Magazine article Distance Learning

The Impact of Media on Learning: A Perspective for Physical Therapists

Magazine article Distance Learning

The Impact of Media on Learning: A Perspective for Physical Therapists

Article excerpt


Media is defined by MerriamWebster as "a medium of cultivation, conveyance, or expression" (Merriam-Webster, n.d.) Various types of media have been used in education and learning from the start of human history. The first types of media likely consisted of primitive drawings, hand gestures and models (Media (communication), 2016). As our culture and technology have progressed, the media used for instruction has become more sophisticated and complex. In today's educational environment, instructional media often refers to various digital tools such as images, sounds, videos and text (Adeniregun, n.d.). Over the long history of research into the use of media in education, authors have been attempting to prove that learning can be bolstered by the use of educational media (Clark, 1983). This white paper will explore the arguments and evidence, for and against the notion that educational media can enhance learning. This white paper is targeting physical therapy professionals who are either in clinical practice or in an academic setting.


Since at least the 1960s there has been a debate about the learning effects of media (Clark, 1983). Some educators and researchers have argued that media have a direct impact on learning, while others have suggested that media are simply a delivery method for material and do not enhance the learning effect. Richard Clark had a large impact on this debate when he published a paper in 1983 titled "Reconsidering Research on Learning From Media" (Clark, 1983). In this paper he compared media to a grocery delivery truck. He contends that media increases learning to the same extent that the truck increases the nutritional value of the groceries inside.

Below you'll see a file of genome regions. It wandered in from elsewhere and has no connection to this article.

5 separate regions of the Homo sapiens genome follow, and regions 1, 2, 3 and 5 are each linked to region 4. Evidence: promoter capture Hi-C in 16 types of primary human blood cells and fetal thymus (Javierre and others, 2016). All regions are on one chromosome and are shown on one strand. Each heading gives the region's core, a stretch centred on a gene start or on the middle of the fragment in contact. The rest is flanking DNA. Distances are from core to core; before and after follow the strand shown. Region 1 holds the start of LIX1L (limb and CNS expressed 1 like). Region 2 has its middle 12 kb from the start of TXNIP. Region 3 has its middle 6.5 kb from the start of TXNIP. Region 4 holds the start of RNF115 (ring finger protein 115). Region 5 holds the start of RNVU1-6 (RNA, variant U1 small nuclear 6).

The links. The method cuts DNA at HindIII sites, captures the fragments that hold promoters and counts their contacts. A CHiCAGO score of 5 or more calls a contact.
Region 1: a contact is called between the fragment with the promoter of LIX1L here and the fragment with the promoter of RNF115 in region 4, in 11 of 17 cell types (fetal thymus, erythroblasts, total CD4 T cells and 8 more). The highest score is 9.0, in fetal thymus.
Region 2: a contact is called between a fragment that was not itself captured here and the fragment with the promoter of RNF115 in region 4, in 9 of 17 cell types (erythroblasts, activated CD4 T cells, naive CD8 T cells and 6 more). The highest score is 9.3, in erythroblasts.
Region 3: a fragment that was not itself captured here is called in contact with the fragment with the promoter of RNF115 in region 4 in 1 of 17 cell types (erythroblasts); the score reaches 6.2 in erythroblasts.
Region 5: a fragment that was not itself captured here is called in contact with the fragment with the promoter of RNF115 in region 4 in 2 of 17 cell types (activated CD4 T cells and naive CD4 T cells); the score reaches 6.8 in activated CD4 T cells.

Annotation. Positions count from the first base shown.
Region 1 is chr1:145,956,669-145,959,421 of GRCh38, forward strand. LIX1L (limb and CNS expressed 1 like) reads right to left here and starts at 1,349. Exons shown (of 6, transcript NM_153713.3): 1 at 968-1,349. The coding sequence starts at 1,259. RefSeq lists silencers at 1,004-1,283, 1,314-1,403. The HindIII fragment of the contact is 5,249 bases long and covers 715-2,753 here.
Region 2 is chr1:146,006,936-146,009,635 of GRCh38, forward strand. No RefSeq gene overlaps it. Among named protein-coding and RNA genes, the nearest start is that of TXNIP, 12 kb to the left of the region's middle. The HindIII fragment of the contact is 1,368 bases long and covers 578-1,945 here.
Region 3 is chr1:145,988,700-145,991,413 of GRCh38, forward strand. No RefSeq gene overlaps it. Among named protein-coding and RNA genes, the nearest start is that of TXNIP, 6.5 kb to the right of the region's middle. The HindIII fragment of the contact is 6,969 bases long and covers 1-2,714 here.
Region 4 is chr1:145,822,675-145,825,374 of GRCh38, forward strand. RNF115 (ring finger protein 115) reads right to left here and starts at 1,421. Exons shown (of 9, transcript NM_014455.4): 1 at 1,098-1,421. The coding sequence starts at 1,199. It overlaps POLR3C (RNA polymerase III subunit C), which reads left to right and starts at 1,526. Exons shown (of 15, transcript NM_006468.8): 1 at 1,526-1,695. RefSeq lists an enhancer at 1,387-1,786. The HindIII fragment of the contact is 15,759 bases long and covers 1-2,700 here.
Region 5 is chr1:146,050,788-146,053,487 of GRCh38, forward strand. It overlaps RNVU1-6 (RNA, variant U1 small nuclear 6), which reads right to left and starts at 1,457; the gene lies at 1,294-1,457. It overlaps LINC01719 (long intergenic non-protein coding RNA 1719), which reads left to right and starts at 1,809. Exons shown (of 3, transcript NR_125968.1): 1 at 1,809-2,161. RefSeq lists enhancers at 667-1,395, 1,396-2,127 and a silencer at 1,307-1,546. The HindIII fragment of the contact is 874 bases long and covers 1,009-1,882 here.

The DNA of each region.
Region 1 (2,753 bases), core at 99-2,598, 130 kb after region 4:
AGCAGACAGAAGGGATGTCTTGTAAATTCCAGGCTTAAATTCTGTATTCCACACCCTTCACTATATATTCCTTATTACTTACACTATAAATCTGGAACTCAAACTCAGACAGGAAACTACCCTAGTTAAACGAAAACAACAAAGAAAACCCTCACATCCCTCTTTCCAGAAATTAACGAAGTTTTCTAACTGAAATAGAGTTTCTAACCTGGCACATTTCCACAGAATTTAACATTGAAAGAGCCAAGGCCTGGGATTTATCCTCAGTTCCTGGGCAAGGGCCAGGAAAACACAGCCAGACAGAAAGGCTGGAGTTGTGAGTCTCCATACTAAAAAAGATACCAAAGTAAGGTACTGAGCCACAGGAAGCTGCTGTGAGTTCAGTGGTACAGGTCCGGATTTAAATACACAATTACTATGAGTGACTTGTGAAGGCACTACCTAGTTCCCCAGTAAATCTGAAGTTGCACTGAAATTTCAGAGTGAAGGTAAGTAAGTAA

To determine the validity of Clark's position, it is essential to take a close look at the literature examining the effects of media. Studies that provide insight into this question need to have tight controls on instructional design. If different arms of a study have variations in both instructional design components and the type of media used, it is impossible to determine what caused any differences in learning. In his 1983 article, Clark cited several studies that found that learning was not impacted by media if the same instructor delivered the content. Studies which did show changes in learning across various media tools either did not adequately control for instructional design or did not control for the novelty of the media used.

Decades have passed since Clark's original article in 1983 and researchers have continued to examine the impact of media on learning. In fact, the literature is so extensive that authors are producing metaanalyses of meta-analyses. An example of such a study is one performed by Tamim and colleagues (Tamim, 2011). This secondorder meta-analysis covered 40 years of studies and included 25 meta-analyses, which included 1,055 individual studies and more than 100,000 subjects. This metaanalysis included studies which compared instruction using computers versus instruction devoid of technology. The study reported a small positive result in favor of computer based instruction. Despite this finding, the authors felt that the large variability in effect sizes suggested that confounding factors may have played a role. As a result, they concluded that the findings of their study supported Clark's mere vehicles argument. Clark's ideas were further supported by Higgins, Xiao, and Katsipataki (2012), who stated that the evidence on media suggests that it is the "how rather than the what" that is the key element to learning.

In contrast to the views of Clark, Robert Kozma argues that media can have a direct effect on learning (Kozma, 1991). Kozma suggested a model that describes an active collaboration between learning and the media. He described an interaction between the learner and the media tool, which facilitates both cognitive processes and mental representations of information. …

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